No regrets for National over Middlemore Hospital horror storyby Graham Adams
The National Party are defiant in defeat
Raw sewage in the walls of a hospital is a horror story for the Opposition.
These days we are pretty used to mould contaminating the structure of buildings and the water leaks that cause it but sewage takes things to another level.
It has become the defining image of the former National-led government’s neglect of the nation’s social infrastructure. Human excrement in hospital walls screams “Third World!” in a way that even diseases of poverty such as rheumatic fever in Middlemore’s catchment area could never quite match in the popular imagination. Faeces in the Walls is a horror movie for National, starring Jonathan Coleman, the former health minister.
National’s leader, Simon Bridges, is putting the best possible face on the disaster. Basically, he’s saying, “Shit happens! Get over it!”
In an extended version of this hardball approach, he’s also saying: “Yeah, we left you some problems but we also left you the money to deal with it.”
His impatience is obvious as he fronts up to media. He wants to tell us about the “strong economy” National left behind after nine years in office but all people want to talk about is the sewage in the walls at Middlemore Hospital. As Jack Tame told Bridges on Breakfast, we’ve got “sewage running through the place”, which conjures an image of effluent flooding the corridors.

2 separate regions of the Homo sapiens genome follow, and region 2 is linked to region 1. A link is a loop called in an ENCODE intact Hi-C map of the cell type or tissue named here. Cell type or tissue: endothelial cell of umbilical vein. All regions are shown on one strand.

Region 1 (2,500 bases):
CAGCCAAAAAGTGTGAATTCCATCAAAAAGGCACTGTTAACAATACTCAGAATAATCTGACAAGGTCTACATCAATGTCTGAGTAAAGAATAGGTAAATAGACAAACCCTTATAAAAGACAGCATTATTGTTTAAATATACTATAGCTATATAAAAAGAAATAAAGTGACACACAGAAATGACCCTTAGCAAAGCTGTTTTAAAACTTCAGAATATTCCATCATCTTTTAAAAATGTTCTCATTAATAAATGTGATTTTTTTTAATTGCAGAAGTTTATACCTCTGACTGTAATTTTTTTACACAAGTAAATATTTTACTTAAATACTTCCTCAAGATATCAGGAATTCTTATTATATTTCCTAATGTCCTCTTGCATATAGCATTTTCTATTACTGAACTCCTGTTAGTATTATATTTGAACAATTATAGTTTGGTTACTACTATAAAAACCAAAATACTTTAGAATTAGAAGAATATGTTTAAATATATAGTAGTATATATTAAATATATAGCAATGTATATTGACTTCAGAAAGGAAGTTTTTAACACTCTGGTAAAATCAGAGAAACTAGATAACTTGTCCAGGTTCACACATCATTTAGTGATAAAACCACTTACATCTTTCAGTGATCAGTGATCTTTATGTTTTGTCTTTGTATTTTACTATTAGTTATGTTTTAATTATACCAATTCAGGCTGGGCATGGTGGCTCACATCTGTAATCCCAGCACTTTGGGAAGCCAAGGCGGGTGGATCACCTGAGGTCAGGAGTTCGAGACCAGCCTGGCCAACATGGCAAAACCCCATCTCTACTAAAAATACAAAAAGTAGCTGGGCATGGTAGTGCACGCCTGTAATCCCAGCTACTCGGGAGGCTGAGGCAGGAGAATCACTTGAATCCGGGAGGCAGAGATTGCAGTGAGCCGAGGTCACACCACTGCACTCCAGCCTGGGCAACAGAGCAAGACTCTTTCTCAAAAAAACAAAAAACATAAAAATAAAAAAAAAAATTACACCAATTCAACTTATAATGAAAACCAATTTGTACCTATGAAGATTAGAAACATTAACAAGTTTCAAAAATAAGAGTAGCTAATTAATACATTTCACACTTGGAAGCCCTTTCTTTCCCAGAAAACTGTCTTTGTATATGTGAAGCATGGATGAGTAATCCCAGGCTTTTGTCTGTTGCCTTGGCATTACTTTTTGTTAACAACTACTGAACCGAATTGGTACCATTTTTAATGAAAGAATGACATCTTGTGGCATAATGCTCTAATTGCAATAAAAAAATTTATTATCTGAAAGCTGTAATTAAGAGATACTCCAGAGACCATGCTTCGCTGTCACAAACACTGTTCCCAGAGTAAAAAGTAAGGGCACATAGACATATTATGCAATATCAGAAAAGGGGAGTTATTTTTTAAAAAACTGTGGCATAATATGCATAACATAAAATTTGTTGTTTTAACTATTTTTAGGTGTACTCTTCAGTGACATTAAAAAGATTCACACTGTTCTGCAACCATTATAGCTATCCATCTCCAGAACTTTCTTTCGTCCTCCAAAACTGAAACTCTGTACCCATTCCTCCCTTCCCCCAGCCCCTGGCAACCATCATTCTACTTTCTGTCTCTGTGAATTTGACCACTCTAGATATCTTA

Bridges says the “tens of millions” required to fix Middlemore represents a tiny portion of the health budget and Labour should “stop whining” and get on with fixing the problem.
Unfortunately, Treasury estimates that the nation’s DHBs collectively need $14 billion in capital expenditure over the next 10 years. Its 2018 Investment Statement also points out that “over 19 percent of hospital assets (by book value) are rated in poor or very poor condition”.
Fourteen billion dollars is a considerable sum of money that can’t be wished away as easily as Bridges hopes and National certainly didn’t leave a sum that large lying around to be used at Labour’s discretion.
It’s hard to believe that just eight months ago, Jonathan Coleman as Health Minister was telling a meeting of cancer charity leaders that New Zealand’s health system was the “envy of the world”.
It was a risible claim, including to some of those attending that August 8 conference. Siobhan Conroy, chief executive of the Unicorn Foundation, said afterwards: “Actually, I think we are the laughing stock. If you look at the number of Givealittle pages – the number of New Zealanders out there currently seeking access to treatment and medicines – we’re not doing that well.”
And, astonishingly, Coleman’s claim about New Zealand’s enviable position came just a week after what was described as a “crisis in patient care” was exposed at Dunedin Hospital, particularly in the urology department.
And that wasn’t the first of the bad news in the South Island. A report in May 2017 found more than a dozen people had suffered vision loss after delayed eye appointments in Dunedin and Invercargill, despite warnings from doctors.
In February 2017, a select committee was told leaks after a thunderstorm meant water had run down the walls of two surgical operating theatres in Dunedin’s hospital.